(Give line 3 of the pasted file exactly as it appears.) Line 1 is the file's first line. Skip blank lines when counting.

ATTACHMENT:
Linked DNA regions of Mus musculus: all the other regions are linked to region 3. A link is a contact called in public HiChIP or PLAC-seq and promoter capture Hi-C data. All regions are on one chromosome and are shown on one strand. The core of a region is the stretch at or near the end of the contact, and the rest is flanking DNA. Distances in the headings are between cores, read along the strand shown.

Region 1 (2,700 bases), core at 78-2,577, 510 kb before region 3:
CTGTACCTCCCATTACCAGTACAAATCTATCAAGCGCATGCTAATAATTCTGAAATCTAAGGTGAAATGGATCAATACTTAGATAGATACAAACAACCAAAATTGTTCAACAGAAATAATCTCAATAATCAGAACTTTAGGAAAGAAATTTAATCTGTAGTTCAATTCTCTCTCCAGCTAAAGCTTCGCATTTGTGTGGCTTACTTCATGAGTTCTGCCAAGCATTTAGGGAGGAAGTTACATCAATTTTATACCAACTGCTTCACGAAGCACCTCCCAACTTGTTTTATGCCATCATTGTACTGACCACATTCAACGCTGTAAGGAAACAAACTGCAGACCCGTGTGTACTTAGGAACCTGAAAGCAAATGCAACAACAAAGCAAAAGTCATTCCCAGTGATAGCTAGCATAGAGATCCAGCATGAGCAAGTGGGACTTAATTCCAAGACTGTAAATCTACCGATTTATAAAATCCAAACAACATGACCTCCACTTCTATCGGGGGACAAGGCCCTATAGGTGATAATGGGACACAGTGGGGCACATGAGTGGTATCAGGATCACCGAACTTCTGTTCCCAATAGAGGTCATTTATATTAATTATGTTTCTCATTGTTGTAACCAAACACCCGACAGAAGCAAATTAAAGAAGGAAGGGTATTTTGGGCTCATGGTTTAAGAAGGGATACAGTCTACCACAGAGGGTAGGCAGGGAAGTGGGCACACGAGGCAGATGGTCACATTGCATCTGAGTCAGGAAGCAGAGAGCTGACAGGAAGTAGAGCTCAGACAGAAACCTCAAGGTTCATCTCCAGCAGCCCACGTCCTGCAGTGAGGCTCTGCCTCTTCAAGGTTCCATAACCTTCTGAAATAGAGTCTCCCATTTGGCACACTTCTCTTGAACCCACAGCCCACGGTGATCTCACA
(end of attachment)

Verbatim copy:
CTGTACCTCCCATTACCAGTACAAATCTATCAAGCGCATGCTAATAATTCTGAAATCTAAGGTGAAATGGATCAATACTTAGATAGATACAAACAACCAAAATTGTTCAACAGAAATAATCTCAATAATCAGAACTTTAGGAAAGAAATTTAATCTGTAGTTCAATTCTCTCTCCAGCTAAAGCTTCGCATTTGTGTGGCTTACTTCATGAGTTCTGCCAAGCATTTAGGGAGGAAGTTACATCAATTTTATACCAACTGCTTCACGAAGCACCTCCCAACTTGTTTTATGCCATCATTGTACTGACCACATTCAACGCTGTAAGGAAACAAACTGCAGACCCGTGTGTACTTAGGAACCTGAAAGCAAATGCAACAACAAAGCAAAAGTCATTCCCAGTGATAGCTAGCATAGAGATCCAGCATGAGCAAGTGGGACTTAATTCCAAGACTGTAAATCTACCGATTTATAAAATCCAAACAACATGACCTCCACTTCTATCGGGGGACAAGGCCCTATAGGTGATAATGGGACACAGTGGGGCACATGAGTGGTATCAGGATCACCGAACTTCTGTTCCCAATAGAGGTCATTTATATTAATTATGTTTCTCATTGTTGTAACCAAACACCCGACAGAAGCAAATTAAAGAAGGAAGGGTATTTTGGGCTCATGGTTTAAGAAGGGATACAGTCTACCACAGAGGGTAGGCAGGGAAGTGGGCACACGAGGCAGATGGTCACATTGCATCTGAGTCAGGAAGCAGAGAGCTGACAGGAAGTAGAGCTCAGACAGAAACCTCAAGGTTCATCTCCAGCAGCCCACGTCCTGCAGTGAGGCTCTGCCTCTTCAAGGTTCCATAACCTTCTGAAATAGAGTCTCCCATTTGGCACACTTCTCTTGAACCCACAGCCCACGGTGATCTCACA